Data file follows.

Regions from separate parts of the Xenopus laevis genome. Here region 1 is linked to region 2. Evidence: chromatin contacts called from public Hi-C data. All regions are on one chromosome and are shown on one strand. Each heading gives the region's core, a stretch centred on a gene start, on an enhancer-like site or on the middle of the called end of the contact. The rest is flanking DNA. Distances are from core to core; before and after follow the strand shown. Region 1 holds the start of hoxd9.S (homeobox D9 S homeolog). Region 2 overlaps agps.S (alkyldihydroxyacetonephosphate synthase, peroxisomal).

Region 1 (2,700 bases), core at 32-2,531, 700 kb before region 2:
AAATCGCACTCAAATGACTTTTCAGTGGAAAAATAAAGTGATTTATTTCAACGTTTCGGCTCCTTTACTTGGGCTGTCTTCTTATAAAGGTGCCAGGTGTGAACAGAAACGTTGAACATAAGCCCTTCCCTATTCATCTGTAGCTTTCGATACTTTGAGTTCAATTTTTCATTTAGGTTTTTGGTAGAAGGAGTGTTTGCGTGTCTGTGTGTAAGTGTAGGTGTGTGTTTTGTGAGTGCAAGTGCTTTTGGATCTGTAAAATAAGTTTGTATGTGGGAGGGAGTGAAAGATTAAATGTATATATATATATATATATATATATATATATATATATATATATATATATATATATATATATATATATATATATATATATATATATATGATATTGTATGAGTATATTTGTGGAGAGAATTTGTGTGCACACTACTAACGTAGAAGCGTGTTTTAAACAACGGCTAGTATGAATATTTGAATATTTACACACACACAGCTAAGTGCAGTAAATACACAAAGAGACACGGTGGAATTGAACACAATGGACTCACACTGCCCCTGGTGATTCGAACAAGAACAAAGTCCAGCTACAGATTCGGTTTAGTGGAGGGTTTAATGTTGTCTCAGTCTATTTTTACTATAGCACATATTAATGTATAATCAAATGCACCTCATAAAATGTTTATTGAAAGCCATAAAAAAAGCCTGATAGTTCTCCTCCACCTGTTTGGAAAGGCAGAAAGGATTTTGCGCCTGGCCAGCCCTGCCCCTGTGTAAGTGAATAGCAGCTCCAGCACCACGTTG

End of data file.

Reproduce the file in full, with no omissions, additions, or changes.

Regions from separate parts of the Xenopus laevis genome. Here region 1 is linked to region 2. Evidence: chromatin contacts called from public Hi-C data. All regions are on one chromosome and are shown on one strand. Each heading gives the region's core, a stretch centred on a gene start, on an enhancer-like site or on the middle of the called end of the contact. The rest is flanking DNA. Distances are from core to core; before and after follow the strand shown. Region 1 holds the start of hoxd9.S (homeobox D9 S homeolog). Region 2 overlaps agps.S (alkyldihydroxyacetonephosphate synthase, peroxisomal).

Region 1 (2,700 bases), core at 32-2,531, 700 kb before region 2:
AAATCGCACTCAAATGACTTTTCAGTGGAAAAATAAAGTGATTTATTTCAACGTTTCGGCTCCTTTACTTGGGCTGTCTTCTTATAAAGGTGCCAGGTGTGAACAGAAACGTTGAACATAAGCCCTTCCCTATTCATCTGTAGCTTTCGATACTTTGAGTTCAATTTTTCATTTAGGTTTTTGGTAGAAGGAGTGTTTGCGTGTCTGTGTGTAAGTGTAGGTGTGTGTTTTGTGAGTGCAAGTGCTTTTGGATCTGTAAAATAAGTTTGTATGTGGGAGGGAGTGAAAGATTAAATGTATATATATATATATATATATATATATATATATATATATATATATATATATATATATATATATATATATATATATATATATATATATGATATTGTATGAGTATATTTGTGGAGAGAATTTGTGTGCACACTACTAACGTAGAAGCGTGTTTTAAACAACGGCTAGTATGAATATTTGAATATTTACACACACACAGCTAAGTGCAGTAAATACACAAAGAGACACGGTGGAATTGAACACAATGGACTCACACTGCCCCTGGTGATTCGAACAAGAACAAAGTCCAGCTACAGATTCGGTTTAGTGGAGGGTTTAATGTTGTCTCAGTCTATTTTTACTATAGCACATATTAATGTATAATCAAATGCACCTCATAAAATGTTTATTGAAAGCCATAAAAAAAGCCTGATAGTTCTCCTCCACCTGTTTGGAAAGGCAGAAAGGATTTTGCGCCTGGCCAGCCCTGCCCCTGTGTAAGTGAATAGCAGCTCCAGCACCACGTTG